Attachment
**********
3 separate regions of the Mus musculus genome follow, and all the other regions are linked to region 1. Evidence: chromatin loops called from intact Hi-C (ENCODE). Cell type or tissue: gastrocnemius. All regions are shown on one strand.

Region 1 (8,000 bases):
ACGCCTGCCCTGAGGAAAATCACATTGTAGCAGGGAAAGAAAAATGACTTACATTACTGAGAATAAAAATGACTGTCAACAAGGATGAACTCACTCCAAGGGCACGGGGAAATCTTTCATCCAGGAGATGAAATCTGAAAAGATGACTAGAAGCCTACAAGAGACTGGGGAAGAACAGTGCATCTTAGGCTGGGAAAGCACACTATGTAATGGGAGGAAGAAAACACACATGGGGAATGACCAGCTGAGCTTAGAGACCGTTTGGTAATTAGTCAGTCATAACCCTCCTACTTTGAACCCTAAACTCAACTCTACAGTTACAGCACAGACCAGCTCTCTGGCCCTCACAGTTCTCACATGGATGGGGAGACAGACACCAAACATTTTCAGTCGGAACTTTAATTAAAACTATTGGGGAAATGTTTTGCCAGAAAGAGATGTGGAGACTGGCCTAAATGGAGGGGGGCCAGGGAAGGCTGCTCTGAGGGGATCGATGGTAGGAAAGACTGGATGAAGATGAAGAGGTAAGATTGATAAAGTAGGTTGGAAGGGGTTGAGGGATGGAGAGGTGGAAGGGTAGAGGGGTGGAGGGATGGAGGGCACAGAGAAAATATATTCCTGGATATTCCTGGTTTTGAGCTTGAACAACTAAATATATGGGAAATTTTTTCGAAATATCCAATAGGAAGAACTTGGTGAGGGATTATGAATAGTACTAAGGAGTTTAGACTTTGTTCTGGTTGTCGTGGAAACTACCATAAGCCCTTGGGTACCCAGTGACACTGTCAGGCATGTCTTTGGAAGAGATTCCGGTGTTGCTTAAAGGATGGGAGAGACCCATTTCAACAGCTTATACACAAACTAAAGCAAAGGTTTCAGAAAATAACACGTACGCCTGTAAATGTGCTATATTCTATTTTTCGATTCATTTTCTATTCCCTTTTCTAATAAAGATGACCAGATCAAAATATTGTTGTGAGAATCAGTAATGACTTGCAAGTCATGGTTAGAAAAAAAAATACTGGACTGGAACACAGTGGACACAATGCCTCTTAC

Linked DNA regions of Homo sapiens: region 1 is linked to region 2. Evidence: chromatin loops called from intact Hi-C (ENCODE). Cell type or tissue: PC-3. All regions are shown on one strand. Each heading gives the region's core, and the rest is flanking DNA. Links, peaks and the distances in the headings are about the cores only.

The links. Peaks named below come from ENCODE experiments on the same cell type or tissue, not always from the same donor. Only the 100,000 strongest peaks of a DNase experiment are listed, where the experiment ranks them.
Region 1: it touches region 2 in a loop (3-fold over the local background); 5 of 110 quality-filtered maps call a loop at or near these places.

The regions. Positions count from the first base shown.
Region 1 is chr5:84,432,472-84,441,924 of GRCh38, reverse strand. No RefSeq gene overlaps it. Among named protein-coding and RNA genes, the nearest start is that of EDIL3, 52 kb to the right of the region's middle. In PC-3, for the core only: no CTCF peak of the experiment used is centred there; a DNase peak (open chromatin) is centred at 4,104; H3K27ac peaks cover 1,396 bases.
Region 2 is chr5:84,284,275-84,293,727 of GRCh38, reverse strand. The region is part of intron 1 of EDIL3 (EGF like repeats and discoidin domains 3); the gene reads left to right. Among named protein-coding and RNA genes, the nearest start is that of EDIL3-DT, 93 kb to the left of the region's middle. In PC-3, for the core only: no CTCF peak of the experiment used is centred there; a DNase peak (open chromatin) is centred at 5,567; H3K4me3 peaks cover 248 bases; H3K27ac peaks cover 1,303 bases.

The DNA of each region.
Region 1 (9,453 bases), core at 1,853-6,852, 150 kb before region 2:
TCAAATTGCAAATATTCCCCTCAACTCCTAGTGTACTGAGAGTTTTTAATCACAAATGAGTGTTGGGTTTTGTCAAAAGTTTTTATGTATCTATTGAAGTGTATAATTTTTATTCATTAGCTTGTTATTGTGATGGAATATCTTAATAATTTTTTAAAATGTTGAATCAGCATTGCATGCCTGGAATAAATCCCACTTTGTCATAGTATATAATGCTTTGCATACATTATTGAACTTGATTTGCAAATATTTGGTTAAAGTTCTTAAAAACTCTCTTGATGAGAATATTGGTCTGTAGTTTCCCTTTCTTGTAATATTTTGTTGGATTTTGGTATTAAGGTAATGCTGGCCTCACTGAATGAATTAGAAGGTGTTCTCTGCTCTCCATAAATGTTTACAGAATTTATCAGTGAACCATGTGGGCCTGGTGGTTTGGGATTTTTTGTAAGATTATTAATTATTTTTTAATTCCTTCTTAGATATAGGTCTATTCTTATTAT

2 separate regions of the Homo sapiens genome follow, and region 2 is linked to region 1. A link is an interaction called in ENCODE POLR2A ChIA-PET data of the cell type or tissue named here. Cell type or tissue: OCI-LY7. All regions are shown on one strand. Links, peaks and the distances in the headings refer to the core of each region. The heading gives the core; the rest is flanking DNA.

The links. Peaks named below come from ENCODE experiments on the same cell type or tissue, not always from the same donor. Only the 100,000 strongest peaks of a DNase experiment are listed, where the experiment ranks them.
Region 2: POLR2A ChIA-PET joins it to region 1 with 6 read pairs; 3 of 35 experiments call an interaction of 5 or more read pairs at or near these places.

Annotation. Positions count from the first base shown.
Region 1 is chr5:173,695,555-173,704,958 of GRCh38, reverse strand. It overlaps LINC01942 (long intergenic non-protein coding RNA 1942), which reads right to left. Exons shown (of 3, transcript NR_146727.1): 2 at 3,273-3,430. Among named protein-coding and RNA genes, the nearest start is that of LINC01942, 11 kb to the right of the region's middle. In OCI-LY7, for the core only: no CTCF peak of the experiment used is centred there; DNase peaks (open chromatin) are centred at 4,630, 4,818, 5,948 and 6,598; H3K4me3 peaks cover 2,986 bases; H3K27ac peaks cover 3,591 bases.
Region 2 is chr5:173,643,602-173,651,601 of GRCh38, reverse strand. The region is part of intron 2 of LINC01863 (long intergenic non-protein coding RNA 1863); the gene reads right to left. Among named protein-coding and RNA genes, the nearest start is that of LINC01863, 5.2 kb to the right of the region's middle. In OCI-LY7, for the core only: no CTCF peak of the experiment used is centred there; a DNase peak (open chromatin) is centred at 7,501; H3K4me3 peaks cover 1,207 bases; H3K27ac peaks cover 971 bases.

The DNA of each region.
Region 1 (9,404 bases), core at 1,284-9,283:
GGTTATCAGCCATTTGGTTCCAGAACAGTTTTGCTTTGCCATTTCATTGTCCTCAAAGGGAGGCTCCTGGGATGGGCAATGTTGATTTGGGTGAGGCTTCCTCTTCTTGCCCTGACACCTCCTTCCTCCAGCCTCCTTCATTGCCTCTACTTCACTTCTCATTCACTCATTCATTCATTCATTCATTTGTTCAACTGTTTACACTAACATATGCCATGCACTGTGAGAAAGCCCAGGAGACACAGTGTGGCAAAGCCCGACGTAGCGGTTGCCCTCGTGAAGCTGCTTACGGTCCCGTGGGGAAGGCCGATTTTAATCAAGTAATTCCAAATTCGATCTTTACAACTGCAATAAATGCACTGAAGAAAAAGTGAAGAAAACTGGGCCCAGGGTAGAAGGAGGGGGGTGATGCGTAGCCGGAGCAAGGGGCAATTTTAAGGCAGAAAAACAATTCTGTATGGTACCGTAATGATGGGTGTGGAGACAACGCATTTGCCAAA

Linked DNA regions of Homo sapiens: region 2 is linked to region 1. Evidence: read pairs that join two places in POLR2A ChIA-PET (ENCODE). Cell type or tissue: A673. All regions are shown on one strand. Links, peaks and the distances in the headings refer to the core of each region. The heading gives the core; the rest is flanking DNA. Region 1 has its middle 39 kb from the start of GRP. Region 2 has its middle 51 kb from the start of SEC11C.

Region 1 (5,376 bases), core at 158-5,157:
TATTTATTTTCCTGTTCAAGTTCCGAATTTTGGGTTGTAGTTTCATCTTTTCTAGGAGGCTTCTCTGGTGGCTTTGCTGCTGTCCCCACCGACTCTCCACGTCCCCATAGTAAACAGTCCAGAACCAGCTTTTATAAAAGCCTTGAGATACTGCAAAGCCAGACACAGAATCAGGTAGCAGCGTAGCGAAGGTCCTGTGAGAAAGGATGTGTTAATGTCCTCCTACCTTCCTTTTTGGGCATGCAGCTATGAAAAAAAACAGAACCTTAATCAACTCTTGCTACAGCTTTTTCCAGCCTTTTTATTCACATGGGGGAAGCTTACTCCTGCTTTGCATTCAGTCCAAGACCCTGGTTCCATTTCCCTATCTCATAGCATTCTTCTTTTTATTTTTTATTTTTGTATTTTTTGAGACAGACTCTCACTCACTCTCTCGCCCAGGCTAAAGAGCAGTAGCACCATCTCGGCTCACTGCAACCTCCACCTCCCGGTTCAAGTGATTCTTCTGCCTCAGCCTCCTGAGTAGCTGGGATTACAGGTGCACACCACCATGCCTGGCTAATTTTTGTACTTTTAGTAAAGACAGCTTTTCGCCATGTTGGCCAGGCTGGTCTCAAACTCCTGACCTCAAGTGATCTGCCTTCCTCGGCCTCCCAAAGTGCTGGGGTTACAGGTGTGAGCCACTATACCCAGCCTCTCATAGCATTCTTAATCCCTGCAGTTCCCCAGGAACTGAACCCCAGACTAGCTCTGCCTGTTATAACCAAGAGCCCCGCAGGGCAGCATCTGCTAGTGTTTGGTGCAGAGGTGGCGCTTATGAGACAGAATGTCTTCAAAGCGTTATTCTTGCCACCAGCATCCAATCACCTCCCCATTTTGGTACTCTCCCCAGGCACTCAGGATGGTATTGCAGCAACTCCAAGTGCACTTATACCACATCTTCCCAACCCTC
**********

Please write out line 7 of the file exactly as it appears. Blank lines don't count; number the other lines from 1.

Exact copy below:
The regions. Positions count from the first base shown.